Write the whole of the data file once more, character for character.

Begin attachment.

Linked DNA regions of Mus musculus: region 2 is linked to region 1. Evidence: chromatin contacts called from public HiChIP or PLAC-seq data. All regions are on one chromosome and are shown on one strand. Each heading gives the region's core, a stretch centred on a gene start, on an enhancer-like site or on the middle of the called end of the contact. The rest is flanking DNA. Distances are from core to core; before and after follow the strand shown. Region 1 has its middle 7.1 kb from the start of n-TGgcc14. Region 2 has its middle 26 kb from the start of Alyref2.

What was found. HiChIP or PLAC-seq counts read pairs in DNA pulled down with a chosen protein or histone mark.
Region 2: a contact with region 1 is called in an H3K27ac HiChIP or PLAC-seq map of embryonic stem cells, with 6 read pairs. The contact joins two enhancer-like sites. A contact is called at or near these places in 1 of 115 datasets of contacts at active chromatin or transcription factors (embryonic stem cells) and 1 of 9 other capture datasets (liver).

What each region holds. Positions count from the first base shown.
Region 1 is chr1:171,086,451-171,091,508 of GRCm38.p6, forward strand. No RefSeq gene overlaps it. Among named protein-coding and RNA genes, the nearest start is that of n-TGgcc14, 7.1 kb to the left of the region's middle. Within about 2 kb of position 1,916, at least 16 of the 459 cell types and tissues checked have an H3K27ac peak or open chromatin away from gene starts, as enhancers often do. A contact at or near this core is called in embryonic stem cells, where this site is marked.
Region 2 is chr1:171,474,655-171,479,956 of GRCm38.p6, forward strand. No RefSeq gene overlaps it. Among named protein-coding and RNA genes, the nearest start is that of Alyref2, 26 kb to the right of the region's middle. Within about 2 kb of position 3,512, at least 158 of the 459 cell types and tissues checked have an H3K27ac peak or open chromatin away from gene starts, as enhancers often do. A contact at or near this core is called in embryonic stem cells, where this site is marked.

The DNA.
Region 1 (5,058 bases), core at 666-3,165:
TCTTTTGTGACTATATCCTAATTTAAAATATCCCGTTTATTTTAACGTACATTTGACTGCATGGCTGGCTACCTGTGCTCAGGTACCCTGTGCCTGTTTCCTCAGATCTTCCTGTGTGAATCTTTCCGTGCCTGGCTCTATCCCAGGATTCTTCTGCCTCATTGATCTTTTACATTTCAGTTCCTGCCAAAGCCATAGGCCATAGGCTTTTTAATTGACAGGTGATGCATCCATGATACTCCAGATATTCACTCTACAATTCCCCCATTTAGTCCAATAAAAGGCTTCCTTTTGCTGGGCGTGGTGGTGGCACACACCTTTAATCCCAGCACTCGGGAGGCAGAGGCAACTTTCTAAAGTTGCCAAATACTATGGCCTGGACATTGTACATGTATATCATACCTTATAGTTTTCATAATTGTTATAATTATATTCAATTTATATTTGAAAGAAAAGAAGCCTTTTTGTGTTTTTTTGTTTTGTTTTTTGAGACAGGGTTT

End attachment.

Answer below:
Linked DNA regions of Mus musculus: region 2 is linked to region 1. Evidence: chromatin contacts called from public HiChIP or PLAC-seq data. All regions are on one chromosome and are shown on one strand. Each heading gives the region's core, a stretch centred on a gene start, on an enhancer-like site or on the middle of the called end of the contact. The rest is flanking DNA. Distances are from core to core; before and after follow the strand shown. Region 1 has its middle 7.1 kb from the start of n-TGgcc14. Region 2 has its middle 26 kb from the start of Alyref2.

What was found. HiChIP or PLAC-seq counts read pairs in DNA pulled down with a chosen protein or histone mark.
Region 2: a contact with region 1 is called in an H3K27ac HiChIP or PLAC-seq map of embryonic stem cells, with 6 read pairs. The contact joins two enhancer-like sites. A contact is called at or near these places in 1 of 115 datasets of contacts at active chromatin or transcription factors (embryonic stem cells) and 1 of 9 other capture datasets (liver).

What each region holds. Positions count from the first base shown.
Region 1 is chr1:171,086,451-171,091,508 of GRCm38.p6, forward strand. No RefSeq gene overlaps it. Among named protein-coding and RNA genes, the nearest start is that of n-TGgcc14, 7.1 kb to the left of the region's middle. Within about 2 kb of position 1,916, at least 16 of the 459 cell types and tissues checked have an H3K27ac peak or open chromatin away from gene starts, as enhancers often do. A contact at or near this core is called in embryonic stem cells, where this site is marked.
Region 2 is chr1:171,474,655-171,479,956 of GRCm38.p6, forward strand. No RefSeq gene overlaps it. Among named protein-coding and RNA genes, the nearest start is that of Alyref2, 26 kb to the right of the region's middle. Within about 2 kb of position 3,512, at least 158 of the 459 cell types and tissues checked have an H3K27ac peak or open chromatin away from gene starts, as enhancers often do. A contact at or near this core is called in embryonic stem cells, where this site is marked.

The DNA.
Region 1 (5,058 bases), core at 666-3,165:
TCTTTTGTGACTATATCCTAATTTAAAATATCCCGTTTATTTTAACGTACATTTGACTGCATGGCTGGCTACCTGTGCTCAGGTACCCTGTGCCTGTTTCCTCAGATCTTCCTGTGTGAATCTTTCCGTGCCTGGCTCTATCCCAGGATTCTTCTGCCTCATTGATCTTTTACATTTCAGTTCCTGCCAAAGCCATAGGCCATAGGCTTTTTAATTGACAGGTGATGCATCCATGATACTCCAGATATTCACTCTACAATTCCCCCATTTAGTCCAATAAAAGGCTTCCTTTTGCTGGGCGTGGTGGTGGCACACACCTTTAATCCCAGCACTCGGGAGGCAGAGGCAACTTTCTAAAGTTGCCAAATACTATGGCCTGGACATTGTACATGTATATCATACCTTATAGTTTTCATAATTGTTATAATTATATTCAATTTATATTTGAAAGAAAAGAAGCCTTTTTGTGTTTTTTTGTTTTGTTTTTTGAGACAGGGTTT